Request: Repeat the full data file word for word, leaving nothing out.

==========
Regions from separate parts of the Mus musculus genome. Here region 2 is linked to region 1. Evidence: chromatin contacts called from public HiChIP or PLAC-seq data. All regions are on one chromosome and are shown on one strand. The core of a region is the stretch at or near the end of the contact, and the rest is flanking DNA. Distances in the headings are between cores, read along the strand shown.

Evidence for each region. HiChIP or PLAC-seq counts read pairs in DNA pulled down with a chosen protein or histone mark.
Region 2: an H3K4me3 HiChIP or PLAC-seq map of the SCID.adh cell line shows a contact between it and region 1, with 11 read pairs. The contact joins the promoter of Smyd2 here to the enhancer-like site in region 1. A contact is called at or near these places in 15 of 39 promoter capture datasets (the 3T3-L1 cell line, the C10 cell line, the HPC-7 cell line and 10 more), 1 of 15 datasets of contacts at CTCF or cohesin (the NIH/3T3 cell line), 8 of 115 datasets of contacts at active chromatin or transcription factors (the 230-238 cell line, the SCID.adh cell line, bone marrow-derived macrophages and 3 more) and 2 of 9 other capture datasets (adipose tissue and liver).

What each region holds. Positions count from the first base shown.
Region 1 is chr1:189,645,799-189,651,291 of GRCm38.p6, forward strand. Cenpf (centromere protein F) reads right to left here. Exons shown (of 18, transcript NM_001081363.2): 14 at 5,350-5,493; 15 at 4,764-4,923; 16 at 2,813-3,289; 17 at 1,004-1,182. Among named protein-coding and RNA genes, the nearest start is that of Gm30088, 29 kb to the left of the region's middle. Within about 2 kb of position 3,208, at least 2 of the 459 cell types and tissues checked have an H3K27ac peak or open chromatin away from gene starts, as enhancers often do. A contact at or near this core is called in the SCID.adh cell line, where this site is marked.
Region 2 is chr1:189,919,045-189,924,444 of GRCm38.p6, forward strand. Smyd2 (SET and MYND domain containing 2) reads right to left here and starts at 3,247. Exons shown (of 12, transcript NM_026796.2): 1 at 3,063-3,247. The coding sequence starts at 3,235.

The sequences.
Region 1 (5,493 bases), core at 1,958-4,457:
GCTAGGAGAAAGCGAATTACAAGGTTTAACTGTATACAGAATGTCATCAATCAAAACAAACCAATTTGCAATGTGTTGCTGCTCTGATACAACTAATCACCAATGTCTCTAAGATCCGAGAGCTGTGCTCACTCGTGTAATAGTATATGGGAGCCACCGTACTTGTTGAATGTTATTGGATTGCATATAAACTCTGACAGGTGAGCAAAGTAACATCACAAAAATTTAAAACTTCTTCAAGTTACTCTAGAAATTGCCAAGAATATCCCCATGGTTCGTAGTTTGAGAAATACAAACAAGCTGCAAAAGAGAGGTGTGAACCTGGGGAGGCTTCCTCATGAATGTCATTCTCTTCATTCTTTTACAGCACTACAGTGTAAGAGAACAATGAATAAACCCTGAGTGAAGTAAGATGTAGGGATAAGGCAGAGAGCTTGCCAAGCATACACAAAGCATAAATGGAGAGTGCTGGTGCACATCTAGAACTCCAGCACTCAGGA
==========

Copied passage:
Regions from separate parts of the Mus musculus genome. Here region 2 is linked to region 1. Evidence: chromatin contacts called from public HiChIP or PLAC-seq data. All regions are on one chromosome and are shown on one strand. The core of a region is the stretch at or near the end of the contact, and the rest is flanking DNA. Distances in the headings are between cores, read along the strand shown.

Evidence for each region. HiChIP or PLAC-seq counts read pairs in DNA pulled down with a chosen protein or histone mark.
Region 2: an H3K4me3 HiChIP or PLAC-seq map of the SCID.adh cell line shows a contact between it and region 1, with 11 read pairs. The contact joins the promoter of Smyd2 here to the enhancer-like site in region 1. A contact is called at or near these places in 15 of 39 promoter capture datasets (the 3T3-L1 cell line, the C10 cell line, the HPC-7 cell line and 10 more), 1 of 15 datasets of contacts at CTCF or cohesin (the NIH/3T3 cell line), 8 of 115 datasets of contacts at active chromatin or transcription factors (the 230-238 cell line, the SCID.adh cell line, bone marrow-derived macrophages and 3 more) and 2 of 9 other capture datasets (adipose tissue and liver).

What each region holds. Positions count from the first base shown.
Region 1 is chr1:189,645,799-189,651,291 of GRCm38.p6, forward strand. Cenpf (centromere protein F) reads right to left here. Exons shown (of 18, transcript NM_001081363.2): 14 at 5,350-5,493; 15 at 4,764-4,923; 16 at 2,813-3,289; 17 at 1,004-1,182. Among named protein-coding and RNA genes, the nearest start is that of Gm30088, 29 kb to the left of the region's middle. Within about 2 kb of position 3,208, at least 2 of the 459 cell types and tissues checked have an H3K27ac peak or open chromatin away from gene starts, as enhancers often do. A contact at or near this core is called in the SCID.adh cell line, where this site is marked.
Region 2 is chr1:189,919,045-189,924,444 of GRCm38.p6, forward strand. Smyd2 (SET and MYND domain containing 2) reads right to left here and starts at 3,247. Exons shown (of 12, transcript NM_026796.2): 1 at 3,063-3,247. The coding sequence starts at 3,235.

The sequences.
Region 1 (5,493 bases), core at 1,958-4,457:
GCTAGGAGAAAGCGAATTACAAGGTTTAACTGTATACAGAATGTCATCAATCAAAACAAACCAATTTGCAATGTGTTGCTGCTCTGATACAACTAATCACCAATGTCTCTAAGATCCGAGAGCTGTGCTCACTCGTGTAATAGTATATGGGAGCCACCGTACTTGTTGAATGTTATTGGATTGCATATAAACTCTGACAGGTGAGCAAAGTAACATCACAAAAATTTAAAACTTCTTCAAGTTACTCTAGAAATTGCCAAGAATATCCCCATGGTTCGTAGTTTGAGAAATACAAACAAGCTGCAAAAGAGAGGTGTGAACCTGGGGAGGCTTCCTCATGAATGTCATTCTCTTCATTCTTTTACAGCACTACAGTGTAAGAGAACAATGAATAAACCCTGAGTGAAGTAAGATGTAGGGATAAGGCAGAGAGCTTGCCAAGCATACACAAAGCATAAATGGAGAGTGCTGGTGCACATCTAGAACTCCAGCACTCAGGA